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Short-Term Actuarial Math Old Exam C Forum

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Old 06-22-2018, 04:57 PM
ericp ericp is offline
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Im hoping the screen grab I attached shows up here. Anyway, this is the 'shifted exponential' problem.

With the substitution of y = x- delta, then x=y + delta. Im good with what's inside the integral but what about the integration limits? I agree with infinity but why the lower one = 0? if before substituting it was delta, and after substituting delta = x - y, why isn't x-y the correct lower limit of integration?

I found a post where someone said (11 years ago) that they memorized the first and second moment equations, which I did also. However, I would like to understand where the 0 comes from if anyone has a quick answer.

Thanks.
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Old 06-22-2018, 05:05 PM
Academic Actuary Academic Actuary is offline
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The integrals should be dx and not d theta.
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Old 06-22-2018, 05:39 PM
ericp ericp is offline
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Then delta = x-y. Not sure how that gets me to 0 for the lower integration limit though. I'm probably just being thick.
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Old 06-22-2018, 05:45 PM
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x > delta, y = x - delta means y > 0.

You could get the second moment without integration as the variance plus the mean squared. The shifting does not change the variance of the exponential and increases the mean by delta.
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Old 06-22-2018, 06:17 PM
ericp ericp is offline
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Thanks!
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Old 06-22-2018, 08:12 PM
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Jim Daniel Jim Daniel is offline
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Quote:
Originally Posted by ericp View Post
Im hoping the screen grab I attached shows up here. Anyway, this is the 'shifted exponential' problem.

With the substitution of y = x- delta, then x=y + delta. Im good with what's inside the integral but what about the integration limits? I agree with infinity but why the lower one = 0? if before substituting it was delta, and after substituting delta = x - y, why isn't x-y the correct lower limit of integration?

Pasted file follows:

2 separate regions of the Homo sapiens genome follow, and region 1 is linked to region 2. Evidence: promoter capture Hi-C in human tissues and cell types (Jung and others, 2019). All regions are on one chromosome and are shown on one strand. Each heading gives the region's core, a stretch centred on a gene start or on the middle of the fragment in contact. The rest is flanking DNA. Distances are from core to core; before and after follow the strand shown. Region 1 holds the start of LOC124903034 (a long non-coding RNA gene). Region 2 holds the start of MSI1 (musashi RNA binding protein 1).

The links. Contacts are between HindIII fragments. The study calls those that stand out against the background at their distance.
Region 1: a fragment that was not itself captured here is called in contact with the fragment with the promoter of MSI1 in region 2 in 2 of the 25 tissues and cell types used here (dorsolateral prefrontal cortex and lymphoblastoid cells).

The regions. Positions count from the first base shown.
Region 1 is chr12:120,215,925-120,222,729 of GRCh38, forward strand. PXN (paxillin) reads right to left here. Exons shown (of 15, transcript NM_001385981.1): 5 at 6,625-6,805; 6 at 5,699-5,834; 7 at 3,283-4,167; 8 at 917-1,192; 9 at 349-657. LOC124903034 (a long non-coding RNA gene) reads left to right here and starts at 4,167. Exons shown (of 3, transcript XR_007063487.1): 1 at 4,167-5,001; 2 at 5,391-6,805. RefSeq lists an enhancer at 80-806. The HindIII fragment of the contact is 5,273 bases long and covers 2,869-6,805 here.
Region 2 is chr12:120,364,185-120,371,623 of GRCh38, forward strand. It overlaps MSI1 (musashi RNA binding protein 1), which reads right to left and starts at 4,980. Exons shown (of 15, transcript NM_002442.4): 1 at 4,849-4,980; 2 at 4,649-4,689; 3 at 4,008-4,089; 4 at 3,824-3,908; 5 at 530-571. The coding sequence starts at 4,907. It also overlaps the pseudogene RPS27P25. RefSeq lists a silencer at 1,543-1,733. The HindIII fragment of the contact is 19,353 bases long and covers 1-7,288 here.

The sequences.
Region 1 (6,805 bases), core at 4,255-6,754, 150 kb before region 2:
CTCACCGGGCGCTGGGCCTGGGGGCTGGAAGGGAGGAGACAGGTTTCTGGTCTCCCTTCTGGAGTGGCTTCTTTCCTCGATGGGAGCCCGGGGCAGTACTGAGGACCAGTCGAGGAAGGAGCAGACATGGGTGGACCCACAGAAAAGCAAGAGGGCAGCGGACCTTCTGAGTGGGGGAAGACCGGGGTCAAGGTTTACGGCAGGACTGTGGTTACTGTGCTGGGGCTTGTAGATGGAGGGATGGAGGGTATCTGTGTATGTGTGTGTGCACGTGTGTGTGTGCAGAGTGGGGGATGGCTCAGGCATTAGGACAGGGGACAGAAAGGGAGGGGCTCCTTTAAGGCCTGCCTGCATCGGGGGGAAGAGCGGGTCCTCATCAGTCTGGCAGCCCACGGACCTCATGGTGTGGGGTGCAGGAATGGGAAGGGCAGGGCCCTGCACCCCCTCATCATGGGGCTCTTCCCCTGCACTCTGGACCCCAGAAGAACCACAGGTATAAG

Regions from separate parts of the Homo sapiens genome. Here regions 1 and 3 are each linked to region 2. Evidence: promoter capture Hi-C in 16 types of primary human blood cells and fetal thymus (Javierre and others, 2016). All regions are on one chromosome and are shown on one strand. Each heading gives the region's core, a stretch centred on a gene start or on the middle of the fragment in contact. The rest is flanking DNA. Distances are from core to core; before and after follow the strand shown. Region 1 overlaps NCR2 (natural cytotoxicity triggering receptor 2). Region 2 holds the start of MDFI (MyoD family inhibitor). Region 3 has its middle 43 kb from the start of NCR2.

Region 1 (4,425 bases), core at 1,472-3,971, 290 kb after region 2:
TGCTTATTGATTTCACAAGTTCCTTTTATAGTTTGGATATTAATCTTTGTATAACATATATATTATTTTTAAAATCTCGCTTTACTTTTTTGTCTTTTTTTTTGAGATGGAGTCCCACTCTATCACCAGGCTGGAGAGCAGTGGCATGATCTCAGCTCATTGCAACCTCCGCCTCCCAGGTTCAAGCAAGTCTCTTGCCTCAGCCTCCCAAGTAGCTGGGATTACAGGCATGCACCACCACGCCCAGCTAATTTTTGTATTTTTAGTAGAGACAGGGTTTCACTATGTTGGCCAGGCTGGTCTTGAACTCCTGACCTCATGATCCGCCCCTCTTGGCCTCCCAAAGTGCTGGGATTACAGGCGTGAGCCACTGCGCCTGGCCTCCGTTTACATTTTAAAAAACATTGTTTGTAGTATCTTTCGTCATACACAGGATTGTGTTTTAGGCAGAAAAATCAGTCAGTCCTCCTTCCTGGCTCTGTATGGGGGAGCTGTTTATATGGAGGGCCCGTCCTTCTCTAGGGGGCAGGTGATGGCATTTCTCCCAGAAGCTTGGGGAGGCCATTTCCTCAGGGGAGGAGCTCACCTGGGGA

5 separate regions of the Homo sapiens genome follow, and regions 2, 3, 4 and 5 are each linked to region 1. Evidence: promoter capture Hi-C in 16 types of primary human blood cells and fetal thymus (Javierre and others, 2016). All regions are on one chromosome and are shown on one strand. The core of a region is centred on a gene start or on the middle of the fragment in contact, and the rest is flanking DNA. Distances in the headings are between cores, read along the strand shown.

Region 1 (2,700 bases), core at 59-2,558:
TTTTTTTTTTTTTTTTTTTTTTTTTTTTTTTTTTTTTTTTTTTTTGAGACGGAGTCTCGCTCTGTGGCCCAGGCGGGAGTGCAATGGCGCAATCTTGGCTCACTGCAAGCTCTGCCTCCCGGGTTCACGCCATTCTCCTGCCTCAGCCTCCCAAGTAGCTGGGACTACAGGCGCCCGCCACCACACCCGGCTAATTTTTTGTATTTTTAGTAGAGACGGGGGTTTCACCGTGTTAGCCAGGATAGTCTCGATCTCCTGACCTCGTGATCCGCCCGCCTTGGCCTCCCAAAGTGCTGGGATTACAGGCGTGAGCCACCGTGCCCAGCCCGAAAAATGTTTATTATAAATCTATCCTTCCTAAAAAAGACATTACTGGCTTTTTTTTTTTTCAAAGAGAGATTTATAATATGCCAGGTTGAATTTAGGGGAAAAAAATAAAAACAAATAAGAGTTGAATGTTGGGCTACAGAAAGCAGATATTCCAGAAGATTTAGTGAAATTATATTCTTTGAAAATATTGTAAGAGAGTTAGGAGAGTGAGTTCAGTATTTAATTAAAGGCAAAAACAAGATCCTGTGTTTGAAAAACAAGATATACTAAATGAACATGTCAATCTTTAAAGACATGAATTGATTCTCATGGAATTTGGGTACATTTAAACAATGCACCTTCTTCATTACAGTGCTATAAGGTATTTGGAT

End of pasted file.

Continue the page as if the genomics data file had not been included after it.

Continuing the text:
I found a post where someone said (11 years ago) that they memorized the first and second moment equations, which I did also. However, I would like to understand where the 0 comes from if anyone has a quick answer.

Thanks.
Suppose X is a Blah RV with parameters alpha, beta, etc. The Y = X + c is called a Shifted Blah RV, and its parameters are c, alpha, beta, etc.

Then F_Y(z) = Pr[Y <= z] = Pr[X + c <= z] = Pr[X <= z - c] = F_X(z - c).
Taking the derivative with respect to z gives f_Y(z) = f_X(z - c) x 1 = f_X(z - c).
That is, both the cumulative distribution function and the density function of Y look just like those for X, except they are evaluated at z - c instead of at z.
Also, if X > 0, then Y > c.
When you see the formula in this problem for the density of the shifted variable for z > delta, you should immediately recognize it as the density for an Exponential random variable with mean theta, except it is evaluated at z - delta instead of at z. From the above, these two things say that this X is W + delta, where W is an Exponential random variable with mean theta. Thus E[X] = E[W + delta] = theta + delta, and Var[X] = Var [W + delta] = Var[W] = theta^2.
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